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The key thing to remember is to go easy on yourself, and “be accepting and compassionate of the things you’re feeling,” she says.
4. Reintroduce activities slowly.
After being cooped up in our homes for so long, you may feel like you never want to take your freedom for granted again. It might be tempting to plan a get-together, a restaurant outing, and a road trip all in one week. But you may want to hold off on making too many plans too fast. “Practice saying no because we need to pace ourselves,” Dr. Bonior says. “Otherwise, you might exhaust yourself and find yourself disappointed thinking, ‘What’s wrong with me? How come I didn’t feel great going out?’”
Instead, take things slowly. Ease into new activities by seeing one friend at a time or planning shorter local trips (if it’s safe in your area). Be gentle with reintegrating into society or you’ll risk burning yourself out by over-committing to everything all at once.
5. Stay informed, but disconnect when you need to.
Staying informed is important, especially when it comes to updates in your community that will help you safely start doing more in the world again. But being too plugged in to the news or social media can contribute to anxiety, depression, and general stress.
That’s why it’s a good idea to notice when your doomscrolling is no longer productive—and to start taking steps to step back. You can filter the information you take in by limiting the time you spend scrolling on social media, getting your information from only reliable news sources (rather than your Instagram feed), and remembering to take time away from screens can help ease some of the anxiety about what’s to come.
6. Accept that your life may have changed quite a bit during the pandemic.
You may be coming out of lockdown with your life—your body, your job, your relationship—seriously different than when you entered it, and that could be contributing to the anxiety you feel, Dr. Burnett-Zeigler says. But accepting that reality, and the idea that things may never return to how they used to be, is crucial Dr. Burnett-Zeigler explains.
When you accept your reality, it will be easier to take control and plan your next steps intentionally. That understanding will also help you remember that, over time, the anxiety that comes with reintegration will lessen.
“It’s not unusual for people to have difficulty with transition; that’s what we noticed at the start of COVID and that’s what we’ll feel as we transition back to the reentry phase,” Dr. Burnett-Zeigler says. “I think that for most people, reentry anxiety will go away if they manage it in a healthy way.”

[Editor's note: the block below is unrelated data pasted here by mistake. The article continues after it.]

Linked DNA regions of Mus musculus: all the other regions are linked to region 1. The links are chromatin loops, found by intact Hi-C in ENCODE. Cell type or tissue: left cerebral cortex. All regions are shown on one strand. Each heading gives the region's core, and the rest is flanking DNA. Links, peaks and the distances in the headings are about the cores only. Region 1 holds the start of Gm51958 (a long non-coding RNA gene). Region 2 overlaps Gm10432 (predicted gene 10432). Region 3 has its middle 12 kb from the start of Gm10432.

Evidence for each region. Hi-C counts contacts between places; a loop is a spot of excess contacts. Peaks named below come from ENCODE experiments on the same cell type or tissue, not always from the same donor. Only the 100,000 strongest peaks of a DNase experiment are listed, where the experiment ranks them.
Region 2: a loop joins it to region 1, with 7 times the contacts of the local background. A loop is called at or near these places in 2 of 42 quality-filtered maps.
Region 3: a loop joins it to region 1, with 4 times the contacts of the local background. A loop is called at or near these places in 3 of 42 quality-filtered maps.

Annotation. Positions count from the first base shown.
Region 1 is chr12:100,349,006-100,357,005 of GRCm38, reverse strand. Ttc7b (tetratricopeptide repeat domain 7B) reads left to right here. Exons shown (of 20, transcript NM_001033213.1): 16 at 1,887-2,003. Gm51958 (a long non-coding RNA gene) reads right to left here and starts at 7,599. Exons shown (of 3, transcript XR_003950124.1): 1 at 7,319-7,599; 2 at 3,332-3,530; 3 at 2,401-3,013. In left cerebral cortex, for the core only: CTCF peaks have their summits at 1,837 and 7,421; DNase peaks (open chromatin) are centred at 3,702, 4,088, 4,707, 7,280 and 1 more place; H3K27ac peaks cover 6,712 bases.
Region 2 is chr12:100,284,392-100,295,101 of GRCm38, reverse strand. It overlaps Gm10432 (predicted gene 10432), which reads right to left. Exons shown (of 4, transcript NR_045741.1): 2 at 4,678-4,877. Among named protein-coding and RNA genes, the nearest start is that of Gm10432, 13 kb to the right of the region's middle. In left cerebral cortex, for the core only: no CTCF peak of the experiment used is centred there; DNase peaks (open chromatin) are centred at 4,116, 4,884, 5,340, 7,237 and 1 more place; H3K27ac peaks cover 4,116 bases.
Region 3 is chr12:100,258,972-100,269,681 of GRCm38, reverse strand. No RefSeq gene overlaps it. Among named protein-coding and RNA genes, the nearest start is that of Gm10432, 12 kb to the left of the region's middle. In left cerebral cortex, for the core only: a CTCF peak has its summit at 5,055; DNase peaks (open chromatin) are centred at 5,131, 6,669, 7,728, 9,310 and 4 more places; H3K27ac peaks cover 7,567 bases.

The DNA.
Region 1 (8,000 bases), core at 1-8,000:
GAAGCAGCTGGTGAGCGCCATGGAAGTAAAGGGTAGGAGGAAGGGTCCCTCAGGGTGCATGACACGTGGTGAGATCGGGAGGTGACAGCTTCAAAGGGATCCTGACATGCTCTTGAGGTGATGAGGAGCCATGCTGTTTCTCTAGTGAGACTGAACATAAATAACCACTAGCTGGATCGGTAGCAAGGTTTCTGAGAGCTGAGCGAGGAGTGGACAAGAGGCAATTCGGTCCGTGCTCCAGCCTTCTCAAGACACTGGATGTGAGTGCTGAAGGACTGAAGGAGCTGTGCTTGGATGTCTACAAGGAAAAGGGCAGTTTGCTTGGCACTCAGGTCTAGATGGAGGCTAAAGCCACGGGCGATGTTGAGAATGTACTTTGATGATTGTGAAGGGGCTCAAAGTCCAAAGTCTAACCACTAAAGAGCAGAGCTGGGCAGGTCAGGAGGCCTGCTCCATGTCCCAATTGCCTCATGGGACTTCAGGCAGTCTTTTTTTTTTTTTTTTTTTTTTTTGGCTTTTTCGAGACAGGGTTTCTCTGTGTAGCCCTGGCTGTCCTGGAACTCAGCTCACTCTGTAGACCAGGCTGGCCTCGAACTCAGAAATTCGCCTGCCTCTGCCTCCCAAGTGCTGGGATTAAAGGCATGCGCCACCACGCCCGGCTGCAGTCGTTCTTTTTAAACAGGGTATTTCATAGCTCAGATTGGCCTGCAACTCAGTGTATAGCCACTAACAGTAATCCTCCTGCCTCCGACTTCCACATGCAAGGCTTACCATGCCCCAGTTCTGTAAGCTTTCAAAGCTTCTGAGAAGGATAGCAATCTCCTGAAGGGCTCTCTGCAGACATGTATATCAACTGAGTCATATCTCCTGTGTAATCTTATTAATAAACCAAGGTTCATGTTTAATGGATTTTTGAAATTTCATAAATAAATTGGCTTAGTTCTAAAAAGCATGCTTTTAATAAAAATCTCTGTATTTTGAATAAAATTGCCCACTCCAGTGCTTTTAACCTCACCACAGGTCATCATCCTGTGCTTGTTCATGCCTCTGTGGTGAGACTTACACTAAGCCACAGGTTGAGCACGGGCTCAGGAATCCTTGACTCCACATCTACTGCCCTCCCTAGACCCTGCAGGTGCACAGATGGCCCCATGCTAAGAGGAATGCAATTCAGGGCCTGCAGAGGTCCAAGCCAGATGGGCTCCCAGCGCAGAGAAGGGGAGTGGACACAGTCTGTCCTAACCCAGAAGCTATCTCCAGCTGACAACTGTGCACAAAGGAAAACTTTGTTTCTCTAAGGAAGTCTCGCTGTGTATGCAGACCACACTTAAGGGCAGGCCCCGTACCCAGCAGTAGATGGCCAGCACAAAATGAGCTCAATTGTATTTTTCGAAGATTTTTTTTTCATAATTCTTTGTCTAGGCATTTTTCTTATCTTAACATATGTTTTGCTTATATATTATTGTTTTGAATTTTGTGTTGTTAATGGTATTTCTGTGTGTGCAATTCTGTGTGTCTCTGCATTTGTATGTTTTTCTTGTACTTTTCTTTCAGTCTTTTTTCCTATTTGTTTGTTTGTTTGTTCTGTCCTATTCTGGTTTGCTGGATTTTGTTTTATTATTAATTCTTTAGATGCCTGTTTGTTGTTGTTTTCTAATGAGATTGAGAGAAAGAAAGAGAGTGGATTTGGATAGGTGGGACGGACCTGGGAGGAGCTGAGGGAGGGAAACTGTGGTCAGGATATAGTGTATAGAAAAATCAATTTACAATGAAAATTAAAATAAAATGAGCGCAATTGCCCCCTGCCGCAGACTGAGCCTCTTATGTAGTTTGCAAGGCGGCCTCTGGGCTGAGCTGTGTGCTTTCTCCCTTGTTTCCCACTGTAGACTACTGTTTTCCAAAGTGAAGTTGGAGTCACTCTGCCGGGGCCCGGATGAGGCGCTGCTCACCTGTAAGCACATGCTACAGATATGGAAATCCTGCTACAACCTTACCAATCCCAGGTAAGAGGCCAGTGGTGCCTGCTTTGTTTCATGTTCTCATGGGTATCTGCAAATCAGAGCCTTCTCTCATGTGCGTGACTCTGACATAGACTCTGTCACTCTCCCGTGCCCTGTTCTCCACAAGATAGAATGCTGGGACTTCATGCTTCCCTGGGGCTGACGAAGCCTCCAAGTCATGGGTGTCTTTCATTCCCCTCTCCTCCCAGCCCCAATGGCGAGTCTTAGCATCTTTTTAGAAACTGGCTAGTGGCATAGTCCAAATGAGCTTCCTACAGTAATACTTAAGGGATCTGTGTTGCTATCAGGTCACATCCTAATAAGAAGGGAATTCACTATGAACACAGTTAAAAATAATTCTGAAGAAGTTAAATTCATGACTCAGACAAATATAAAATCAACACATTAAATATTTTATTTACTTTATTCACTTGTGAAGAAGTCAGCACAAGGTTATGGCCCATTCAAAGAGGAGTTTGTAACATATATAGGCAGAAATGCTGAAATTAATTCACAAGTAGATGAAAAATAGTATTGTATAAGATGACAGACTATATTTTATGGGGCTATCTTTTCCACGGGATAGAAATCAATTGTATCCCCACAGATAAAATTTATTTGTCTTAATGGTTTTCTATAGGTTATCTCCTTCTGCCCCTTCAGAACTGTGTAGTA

7. Reach out for help if you need to.
If you’ve tried to manage your anxiety but find you’re still not making progress, it might be time to evaluate how severe your anxiety really is and possibly work with a mental health professional.
“There’s a normal level of anxiety that we’ll all be feeling, and that doesn’t automatically mean we need to seek professional help,” Dr. Bonior says. “The key is to ask to what extent it gets in your way.” If your anxiety is beginning to affect your work life or your relationships with friends, family, or romantic partners, those are signs that it’s time to chat with a professional. And if you find that you’re experiencing physical symptoms, such as headaches, tightness or tension in your neck and shoulders, stomach aches, or difficulty sleeping or concentration, those are also signs that it’s time to seek help from a mental health professional, Dr. Burnett-Zeigler says.
Getting back into the world may seem like just as big of a life-changing transition as it was to switch to remote work, hold all your weekend chats over Zoom, and stock up on face masks. While some people may find it unbelievably exciting, others are likely finding the idea of reentering society to be quite stressful or maybe both. Whatever you’re feeling, it’s important to acknowledge and accept where you’re at and, if needed, find some productive ways to feel comfortable safely returning to your pre-pandemic activities.